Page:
Max Payne is old. Not just as a character, which he’s constantly reminding you, but also as a franchise. Max Payne has survived nearly 11 years, that’s saying a lot. So how does the latest Max Payne stack up to it’s older, saltier predecessors? I have no clue because I never played them.
Max Payne began with a cliche story, cops family gets killed, he avenges them, game over. They managed to make three games and one movie out of this concept, so it has to be a successful one. But what do you do after you’ve avenged your family? Is the gap that’s left just fill with happiness and butterflies? Of course not, you become a drunk and work private security. Max isn’t a mall cop by any means, in Max Payne 3 he’s taken his skills to Sao Paulo, Brazil to bodyguard the rich & famous Branco family. Bad luck is Max’s forte, so of course kidnapping and deceit are a sure thing. Max has to wade through the lies of the rich and the muck of the favelas if he expects to come out of this installment alive.
Having never played any of the previous Max Payne games, or even watched the movie, I had no idea what I was getting myself into. Max Payne has a complex control scheme, one that uses two different buttons for slow-mo, others for it’s decent cover system, weapon swapping, and change of player position. Combine those with a very small hud, one that only shows a silhouette of Max in the corner that slowly fills with each bullet entering his body, and a vertical bar that shows how much slow-mo you can use. There is no tutorial about the hud, and I had no idea pills refilled my health, or even what that vertical bar meant until around the fourth chapter. Diving and cover are essential combat tactics, while crouching and prone proved useless since the enemies have immaculate aim.
Diving is essential, and the developers want you to use it… as much as possible. The cover system is decent, but soon proves useless since it seemed like every enemy was a kamikaze bomber running straight at you. Close quarter combat is not Max Payne 3‘s strong point, making diving from encroaching enemies a must. Combat did seem smooth and straight forward, once you understood that diving and slow-mo were meant to always be used. A very cool concept I liked in the game was Max’s inability to carry more than three guns at a time. You could carry two small pistol size weapons (Glock, Mac 11) and a larger weapon requiring two hands to fire (Shotgun, Ak47). Max doesn’t just throw the larger weapon seamlessly behind his back, he holds onto it and fires the pistols with his other one free hand. Although I thought this would be hard to do, being trained as only a New Jersey beat cop, it was a very cool concept that felt true to life. Besides a few hiccups in enemy AI and CQC, Max Payne 3‘s combat system was pretty solid.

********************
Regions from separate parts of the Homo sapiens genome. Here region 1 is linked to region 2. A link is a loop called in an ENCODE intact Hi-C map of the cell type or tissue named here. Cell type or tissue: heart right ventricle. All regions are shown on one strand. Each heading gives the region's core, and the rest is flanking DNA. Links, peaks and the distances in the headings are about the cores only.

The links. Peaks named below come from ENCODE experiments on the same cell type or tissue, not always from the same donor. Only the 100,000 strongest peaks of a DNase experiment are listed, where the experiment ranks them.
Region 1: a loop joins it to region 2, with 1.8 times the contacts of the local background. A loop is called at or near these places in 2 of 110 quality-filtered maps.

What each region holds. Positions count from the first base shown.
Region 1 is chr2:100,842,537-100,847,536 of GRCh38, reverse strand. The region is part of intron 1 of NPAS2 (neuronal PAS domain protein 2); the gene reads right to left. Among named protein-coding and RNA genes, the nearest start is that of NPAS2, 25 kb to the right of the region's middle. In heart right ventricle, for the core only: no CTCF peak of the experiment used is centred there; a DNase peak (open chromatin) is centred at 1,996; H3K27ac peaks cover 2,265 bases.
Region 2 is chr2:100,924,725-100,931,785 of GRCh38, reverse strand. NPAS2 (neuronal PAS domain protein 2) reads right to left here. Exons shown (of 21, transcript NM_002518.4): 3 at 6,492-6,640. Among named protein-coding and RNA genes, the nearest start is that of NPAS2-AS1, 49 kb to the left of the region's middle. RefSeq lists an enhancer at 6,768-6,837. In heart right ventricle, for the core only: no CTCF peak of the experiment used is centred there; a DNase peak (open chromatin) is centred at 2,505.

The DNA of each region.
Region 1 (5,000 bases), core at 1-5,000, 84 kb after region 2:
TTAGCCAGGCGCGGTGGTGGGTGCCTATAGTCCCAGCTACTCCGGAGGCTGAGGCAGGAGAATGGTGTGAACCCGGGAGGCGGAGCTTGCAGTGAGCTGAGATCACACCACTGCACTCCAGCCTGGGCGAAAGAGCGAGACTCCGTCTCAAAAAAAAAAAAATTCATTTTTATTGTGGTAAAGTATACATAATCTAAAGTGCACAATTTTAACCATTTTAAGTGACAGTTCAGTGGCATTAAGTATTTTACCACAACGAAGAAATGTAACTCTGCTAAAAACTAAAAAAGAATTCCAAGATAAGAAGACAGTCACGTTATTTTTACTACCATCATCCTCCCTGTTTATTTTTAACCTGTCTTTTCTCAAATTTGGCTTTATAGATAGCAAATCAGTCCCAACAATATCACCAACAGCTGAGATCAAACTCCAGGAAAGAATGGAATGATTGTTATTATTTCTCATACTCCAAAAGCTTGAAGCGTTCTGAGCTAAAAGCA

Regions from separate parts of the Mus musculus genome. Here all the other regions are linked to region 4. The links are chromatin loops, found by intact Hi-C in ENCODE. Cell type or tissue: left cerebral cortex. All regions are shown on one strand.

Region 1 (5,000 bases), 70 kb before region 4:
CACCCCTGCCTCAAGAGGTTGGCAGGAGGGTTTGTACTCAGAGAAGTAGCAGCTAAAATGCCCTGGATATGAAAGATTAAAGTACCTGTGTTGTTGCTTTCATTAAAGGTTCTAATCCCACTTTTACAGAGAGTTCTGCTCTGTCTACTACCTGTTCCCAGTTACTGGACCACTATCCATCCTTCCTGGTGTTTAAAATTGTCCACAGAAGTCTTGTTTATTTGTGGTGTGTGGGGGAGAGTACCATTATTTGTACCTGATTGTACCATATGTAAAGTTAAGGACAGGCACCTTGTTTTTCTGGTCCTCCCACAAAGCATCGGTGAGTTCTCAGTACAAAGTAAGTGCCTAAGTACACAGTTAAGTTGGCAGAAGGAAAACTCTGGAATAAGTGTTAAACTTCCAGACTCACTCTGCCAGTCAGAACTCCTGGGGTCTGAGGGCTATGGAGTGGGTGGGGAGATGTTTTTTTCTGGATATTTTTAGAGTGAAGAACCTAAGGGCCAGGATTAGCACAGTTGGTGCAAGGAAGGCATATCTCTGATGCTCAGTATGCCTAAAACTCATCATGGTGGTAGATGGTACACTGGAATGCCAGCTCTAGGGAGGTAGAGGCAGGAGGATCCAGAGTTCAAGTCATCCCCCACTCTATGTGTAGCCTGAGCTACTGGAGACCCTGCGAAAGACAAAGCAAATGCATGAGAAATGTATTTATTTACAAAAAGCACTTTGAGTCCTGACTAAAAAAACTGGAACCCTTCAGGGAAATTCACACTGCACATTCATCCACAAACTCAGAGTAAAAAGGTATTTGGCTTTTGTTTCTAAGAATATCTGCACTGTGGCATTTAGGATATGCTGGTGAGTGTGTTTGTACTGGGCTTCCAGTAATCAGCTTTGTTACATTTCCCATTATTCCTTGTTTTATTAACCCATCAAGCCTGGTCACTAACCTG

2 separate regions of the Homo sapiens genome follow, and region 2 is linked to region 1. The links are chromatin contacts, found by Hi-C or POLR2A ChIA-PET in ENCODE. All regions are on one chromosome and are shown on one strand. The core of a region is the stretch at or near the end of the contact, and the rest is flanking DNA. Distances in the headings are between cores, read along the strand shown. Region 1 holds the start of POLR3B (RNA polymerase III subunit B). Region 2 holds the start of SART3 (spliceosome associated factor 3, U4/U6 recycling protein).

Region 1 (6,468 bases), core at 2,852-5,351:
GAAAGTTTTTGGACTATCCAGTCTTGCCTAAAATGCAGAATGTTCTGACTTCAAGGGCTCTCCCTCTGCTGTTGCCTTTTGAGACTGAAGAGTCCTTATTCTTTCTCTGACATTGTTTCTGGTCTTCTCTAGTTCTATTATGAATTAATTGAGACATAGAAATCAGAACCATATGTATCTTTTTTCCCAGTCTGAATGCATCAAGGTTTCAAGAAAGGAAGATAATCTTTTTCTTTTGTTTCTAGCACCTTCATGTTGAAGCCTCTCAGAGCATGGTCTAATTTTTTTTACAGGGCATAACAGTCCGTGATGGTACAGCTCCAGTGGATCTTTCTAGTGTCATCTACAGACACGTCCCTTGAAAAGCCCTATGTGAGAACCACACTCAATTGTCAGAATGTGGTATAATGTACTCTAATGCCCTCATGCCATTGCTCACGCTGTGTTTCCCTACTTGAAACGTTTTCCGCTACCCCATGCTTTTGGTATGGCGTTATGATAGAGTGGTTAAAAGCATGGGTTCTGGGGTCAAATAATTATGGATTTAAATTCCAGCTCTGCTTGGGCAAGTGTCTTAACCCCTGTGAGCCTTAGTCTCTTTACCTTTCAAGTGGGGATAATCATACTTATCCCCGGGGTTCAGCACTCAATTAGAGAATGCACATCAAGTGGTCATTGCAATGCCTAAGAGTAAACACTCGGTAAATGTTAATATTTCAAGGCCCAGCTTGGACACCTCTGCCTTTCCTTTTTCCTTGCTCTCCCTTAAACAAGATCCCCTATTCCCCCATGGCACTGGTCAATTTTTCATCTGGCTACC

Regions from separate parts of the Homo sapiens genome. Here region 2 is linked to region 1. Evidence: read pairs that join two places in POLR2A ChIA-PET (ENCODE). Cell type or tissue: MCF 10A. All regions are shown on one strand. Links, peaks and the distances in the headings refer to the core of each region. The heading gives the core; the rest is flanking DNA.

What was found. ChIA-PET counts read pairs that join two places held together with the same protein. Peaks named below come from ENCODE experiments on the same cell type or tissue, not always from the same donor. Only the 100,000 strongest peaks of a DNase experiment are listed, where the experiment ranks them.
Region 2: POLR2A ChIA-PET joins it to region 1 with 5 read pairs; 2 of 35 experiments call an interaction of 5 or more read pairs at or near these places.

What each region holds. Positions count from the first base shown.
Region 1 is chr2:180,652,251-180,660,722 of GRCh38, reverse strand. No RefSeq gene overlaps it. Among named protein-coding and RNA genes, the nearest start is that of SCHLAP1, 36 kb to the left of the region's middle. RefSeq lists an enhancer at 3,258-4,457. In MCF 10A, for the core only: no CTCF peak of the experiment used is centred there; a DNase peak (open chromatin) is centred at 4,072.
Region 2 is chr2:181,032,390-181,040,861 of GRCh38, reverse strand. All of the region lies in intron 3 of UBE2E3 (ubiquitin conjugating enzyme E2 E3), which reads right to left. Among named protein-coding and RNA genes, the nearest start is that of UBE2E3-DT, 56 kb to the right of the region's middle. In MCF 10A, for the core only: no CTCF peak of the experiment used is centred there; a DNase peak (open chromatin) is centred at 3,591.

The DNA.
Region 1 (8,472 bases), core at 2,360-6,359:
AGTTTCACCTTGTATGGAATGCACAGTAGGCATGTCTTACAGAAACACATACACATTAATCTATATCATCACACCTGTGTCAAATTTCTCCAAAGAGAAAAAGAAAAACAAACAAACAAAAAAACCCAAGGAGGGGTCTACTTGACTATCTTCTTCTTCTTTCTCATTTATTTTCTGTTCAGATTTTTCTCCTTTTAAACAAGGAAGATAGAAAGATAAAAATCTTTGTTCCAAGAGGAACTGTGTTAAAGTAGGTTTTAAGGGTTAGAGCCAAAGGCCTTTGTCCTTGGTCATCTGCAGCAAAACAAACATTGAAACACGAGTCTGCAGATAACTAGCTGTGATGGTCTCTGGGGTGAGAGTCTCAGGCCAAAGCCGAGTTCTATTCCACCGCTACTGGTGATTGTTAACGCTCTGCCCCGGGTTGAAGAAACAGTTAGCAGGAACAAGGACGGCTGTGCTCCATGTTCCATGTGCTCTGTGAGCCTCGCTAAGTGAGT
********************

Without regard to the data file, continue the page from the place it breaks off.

In fact Max Payne‘s 3 combat is the glue that holds the game together. You use it, and you use it often, almost too often, with a story that’s repetitive and confusing, you’re soon just running and gunning though the game killing literally thousands of goons and lackeys. The story points becoming increasingly repetitive and unemotional, save the girl, helicopter sequence, save the girl, boat sequence, save the girl, tram sequence, I could continue but I think you get the picture. Add in golden gun pieces I have to locate and soon Max just becomes some mad killer ex cop who murders dudes and looks for treasure, John McClane meets Nathan Drake. I do have to admit his taste in attire were pretty righteous, his tropical shirt that he wears through the ghetto favelas was awe inspiring. I wish I could have worn it the whole game. Besides Max’s majestic tropical shirt, the games soundtrack was probably the highlight of the entire game. When I was feeling withdrawn from the game slaying hordes and hordes of unnamed minions, the music would successfully draw me back in, like a second wind, a breath of fresh air out the stank ridden sewers.
Max Payne 3 was a well developed game that stayed far past it’s welcome. I enjoyed certain parts, but didn’t enjoy those same parts when I played them again, just in different skin. The twists and turns of plots work for Guy Ritchie films, but were lost and disconnected in Max Payne. I thoroughly enjoyed the combat to a point, but like everything else with Max Payne 3, it became staggeringly monotonous. Finishing it didn’t feel like an accomplishment, it felt more like a relief, and seeing only 7% of trophies achieved felt like a slap in the face for my time rendered. Max Payne 3 is a AAA title that aimed for an Oscar, but unfortunately went straight to DVD. This isn’t a bad thing, it just needs direction to the right audience, the audience that wants to spray more bullets and think less.
Back to the Farm.